Edmond Francois Aman-Jean (1860-1935)
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Born in Chevry-Cossigny, France, Aman studied under Henri Lehmann at the Ecole des Beaux-Arts in Paris. Aman became friends with Pointillist painter Georges Seurat, as well as poets Mallarmé and Verlaine, and in 1886, traveled to Rome on a study scholarship.
Aman is best-known for his paintings and prints of “ladies of luxury.” A typical Aman scene consists of a beautiful French woman of the bourgeois class, reclining and gazing into space.
Though Aman was surrounded by the avant-garde movement through his friends and contemporaries, he retained a fairly classical style. Though not quite an Impressionist, leaning more towards Classical styling, Aman embraced the importance of color and brushstrokes. He was known for his undulating brush strokes in his oil and canvas works, which would give his painting a grainy but fluid feel.
In many of his compositions, Aman’s palette takes on a distinctly rosy hue, certainly in an effort to complement his female subjects.
Aman was also well-known for being a pastellist; particularly, an artist who uses ground pigments in crayon form to sketch pictures. He would also be commissioned to create decorative panels, such as the ones he did for the Musée des Arts Décoratifs and the Sorbonne.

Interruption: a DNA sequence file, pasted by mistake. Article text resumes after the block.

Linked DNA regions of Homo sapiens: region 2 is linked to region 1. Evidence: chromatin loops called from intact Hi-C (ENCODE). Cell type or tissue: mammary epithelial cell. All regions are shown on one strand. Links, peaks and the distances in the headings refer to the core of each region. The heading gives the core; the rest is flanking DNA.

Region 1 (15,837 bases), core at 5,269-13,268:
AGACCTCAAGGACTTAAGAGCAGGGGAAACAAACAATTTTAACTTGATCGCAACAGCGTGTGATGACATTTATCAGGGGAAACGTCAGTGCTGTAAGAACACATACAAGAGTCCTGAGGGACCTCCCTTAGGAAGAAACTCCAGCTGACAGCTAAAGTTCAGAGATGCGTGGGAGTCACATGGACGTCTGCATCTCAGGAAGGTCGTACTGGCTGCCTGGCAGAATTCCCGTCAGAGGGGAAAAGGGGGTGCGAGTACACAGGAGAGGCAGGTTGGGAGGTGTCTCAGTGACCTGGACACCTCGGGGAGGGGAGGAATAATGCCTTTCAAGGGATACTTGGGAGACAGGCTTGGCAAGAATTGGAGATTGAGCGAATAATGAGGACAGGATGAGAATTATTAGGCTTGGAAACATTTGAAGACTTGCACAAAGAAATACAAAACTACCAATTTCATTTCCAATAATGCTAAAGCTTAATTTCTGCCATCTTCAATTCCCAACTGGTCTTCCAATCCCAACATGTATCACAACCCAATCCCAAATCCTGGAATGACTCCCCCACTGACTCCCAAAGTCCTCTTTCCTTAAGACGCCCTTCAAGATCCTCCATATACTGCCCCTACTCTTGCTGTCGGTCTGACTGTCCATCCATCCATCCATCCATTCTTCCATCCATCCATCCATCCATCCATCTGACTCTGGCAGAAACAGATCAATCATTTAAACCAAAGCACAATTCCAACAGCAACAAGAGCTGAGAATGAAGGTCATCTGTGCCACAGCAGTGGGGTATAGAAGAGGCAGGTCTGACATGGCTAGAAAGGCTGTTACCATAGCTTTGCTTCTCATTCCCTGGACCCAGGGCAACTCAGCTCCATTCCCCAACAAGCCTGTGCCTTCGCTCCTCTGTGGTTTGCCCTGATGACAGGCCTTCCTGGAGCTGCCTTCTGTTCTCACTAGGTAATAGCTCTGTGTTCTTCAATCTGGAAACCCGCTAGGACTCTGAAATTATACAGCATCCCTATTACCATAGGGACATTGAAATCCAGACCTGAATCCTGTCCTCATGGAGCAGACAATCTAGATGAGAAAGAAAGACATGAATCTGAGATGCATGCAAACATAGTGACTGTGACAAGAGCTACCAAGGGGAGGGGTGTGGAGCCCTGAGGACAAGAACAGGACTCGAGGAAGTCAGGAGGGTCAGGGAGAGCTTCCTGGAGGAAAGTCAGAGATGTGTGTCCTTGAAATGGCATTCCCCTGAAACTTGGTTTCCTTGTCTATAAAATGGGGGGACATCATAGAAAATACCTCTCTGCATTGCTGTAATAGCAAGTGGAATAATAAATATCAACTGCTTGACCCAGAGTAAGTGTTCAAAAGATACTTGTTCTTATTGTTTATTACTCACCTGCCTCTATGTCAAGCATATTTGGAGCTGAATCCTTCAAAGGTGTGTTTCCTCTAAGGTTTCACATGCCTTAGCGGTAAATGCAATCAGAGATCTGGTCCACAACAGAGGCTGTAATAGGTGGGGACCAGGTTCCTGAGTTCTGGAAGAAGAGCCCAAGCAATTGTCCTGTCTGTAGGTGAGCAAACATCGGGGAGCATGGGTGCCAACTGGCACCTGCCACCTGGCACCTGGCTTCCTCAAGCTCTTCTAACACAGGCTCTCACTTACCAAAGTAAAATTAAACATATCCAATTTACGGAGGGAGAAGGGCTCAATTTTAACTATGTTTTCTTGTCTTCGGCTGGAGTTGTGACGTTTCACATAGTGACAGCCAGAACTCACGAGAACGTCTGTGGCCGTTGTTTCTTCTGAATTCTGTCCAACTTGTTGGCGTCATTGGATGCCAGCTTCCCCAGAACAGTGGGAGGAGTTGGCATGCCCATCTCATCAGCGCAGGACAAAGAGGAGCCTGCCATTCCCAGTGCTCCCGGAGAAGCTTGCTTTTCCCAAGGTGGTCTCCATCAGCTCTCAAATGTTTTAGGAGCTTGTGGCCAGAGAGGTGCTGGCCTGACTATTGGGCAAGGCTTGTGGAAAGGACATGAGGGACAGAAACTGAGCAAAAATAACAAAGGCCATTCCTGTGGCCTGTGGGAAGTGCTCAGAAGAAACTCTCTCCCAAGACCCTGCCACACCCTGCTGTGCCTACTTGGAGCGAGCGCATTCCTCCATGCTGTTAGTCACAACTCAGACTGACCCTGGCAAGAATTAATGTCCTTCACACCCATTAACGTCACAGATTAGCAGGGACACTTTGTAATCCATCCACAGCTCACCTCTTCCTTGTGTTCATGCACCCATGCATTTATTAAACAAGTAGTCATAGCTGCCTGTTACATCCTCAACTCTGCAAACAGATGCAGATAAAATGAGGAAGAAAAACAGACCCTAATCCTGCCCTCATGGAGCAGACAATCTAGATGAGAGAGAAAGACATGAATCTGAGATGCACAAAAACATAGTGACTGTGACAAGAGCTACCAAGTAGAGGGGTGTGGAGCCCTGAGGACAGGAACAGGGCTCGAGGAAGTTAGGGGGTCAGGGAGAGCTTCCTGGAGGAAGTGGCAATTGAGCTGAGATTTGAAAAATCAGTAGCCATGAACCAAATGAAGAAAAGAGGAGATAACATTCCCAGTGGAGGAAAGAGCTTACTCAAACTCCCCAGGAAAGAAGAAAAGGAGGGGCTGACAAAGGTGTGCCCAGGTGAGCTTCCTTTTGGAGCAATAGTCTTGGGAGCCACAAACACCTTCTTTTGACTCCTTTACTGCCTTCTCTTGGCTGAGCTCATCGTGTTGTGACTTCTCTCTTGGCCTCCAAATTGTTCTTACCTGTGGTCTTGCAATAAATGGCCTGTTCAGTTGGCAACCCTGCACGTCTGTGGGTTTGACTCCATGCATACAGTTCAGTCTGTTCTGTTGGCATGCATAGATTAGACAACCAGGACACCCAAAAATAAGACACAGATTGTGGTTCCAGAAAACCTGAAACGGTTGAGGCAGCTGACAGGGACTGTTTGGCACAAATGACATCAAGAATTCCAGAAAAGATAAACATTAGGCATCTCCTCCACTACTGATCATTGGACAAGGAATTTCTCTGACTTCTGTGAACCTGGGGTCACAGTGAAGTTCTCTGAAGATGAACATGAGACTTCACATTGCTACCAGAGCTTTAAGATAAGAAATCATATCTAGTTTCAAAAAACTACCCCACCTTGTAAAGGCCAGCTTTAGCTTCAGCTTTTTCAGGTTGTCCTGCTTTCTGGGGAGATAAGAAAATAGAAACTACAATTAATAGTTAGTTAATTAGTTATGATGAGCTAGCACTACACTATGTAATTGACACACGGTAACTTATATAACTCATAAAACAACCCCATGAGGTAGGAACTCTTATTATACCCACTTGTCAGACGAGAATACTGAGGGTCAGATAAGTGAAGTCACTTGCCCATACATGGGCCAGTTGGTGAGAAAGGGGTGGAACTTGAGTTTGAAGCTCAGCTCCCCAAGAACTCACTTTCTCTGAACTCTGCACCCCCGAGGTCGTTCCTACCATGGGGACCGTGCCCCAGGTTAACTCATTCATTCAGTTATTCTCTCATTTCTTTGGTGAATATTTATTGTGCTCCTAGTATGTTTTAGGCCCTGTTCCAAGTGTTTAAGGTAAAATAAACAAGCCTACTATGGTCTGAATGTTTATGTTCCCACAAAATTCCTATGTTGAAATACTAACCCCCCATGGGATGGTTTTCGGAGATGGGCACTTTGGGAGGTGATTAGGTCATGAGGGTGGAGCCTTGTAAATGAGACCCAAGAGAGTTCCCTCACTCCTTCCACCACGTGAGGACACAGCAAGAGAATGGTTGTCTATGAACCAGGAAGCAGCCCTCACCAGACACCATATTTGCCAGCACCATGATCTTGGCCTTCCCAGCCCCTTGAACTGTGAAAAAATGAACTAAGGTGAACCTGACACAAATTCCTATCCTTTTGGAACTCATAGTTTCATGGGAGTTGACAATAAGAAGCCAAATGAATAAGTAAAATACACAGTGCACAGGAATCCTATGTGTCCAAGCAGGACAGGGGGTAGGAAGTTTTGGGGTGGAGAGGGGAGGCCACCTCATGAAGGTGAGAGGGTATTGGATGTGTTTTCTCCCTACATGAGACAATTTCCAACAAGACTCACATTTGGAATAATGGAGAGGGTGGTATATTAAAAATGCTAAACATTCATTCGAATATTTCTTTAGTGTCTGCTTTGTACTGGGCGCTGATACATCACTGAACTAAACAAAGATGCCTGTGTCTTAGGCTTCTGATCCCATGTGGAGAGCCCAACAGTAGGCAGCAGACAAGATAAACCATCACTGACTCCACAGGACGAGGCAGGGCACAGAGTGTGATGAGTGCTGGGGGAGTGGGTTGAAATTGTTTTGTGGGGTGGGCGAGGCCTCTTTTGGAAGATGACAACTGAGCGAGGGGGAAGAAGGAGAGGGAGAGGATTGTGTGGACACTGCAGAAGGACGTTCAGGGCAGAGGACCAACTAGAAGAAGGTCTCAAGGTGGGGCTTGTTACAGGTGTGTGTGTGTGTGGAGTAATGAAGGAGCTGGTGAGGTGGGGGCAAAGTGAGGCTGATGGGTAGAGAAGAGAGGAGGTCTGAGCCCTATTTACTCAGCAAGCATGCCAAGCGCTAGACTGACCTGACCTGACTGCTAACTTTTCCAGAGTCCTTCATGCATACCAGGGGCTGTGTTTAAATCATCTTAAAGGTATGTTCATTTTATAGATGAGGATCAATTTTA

Like many other turn-of-the-century French artists, Aman also tried his hand at poster art. One of his most notable poster prints, entitled “Beatrix”, depicts the rose and the cross, a particularly popular religious theme of the era, and was, in fact, created for the Salons de la Rose Cross.
One thing that may make authenticating a piece of art by Aman difficult is his inconsistency in style and method. Unlike some of his other contemporaries like Monet, Renoir or Degas, Aman does not have a signature style or method of his own that is easily noted. He also was not consistent about where he placed his signature and date—sometimes on the back of his paintings, and other times, directly on the front like this painting “Portrait of a Woman”, 1927.
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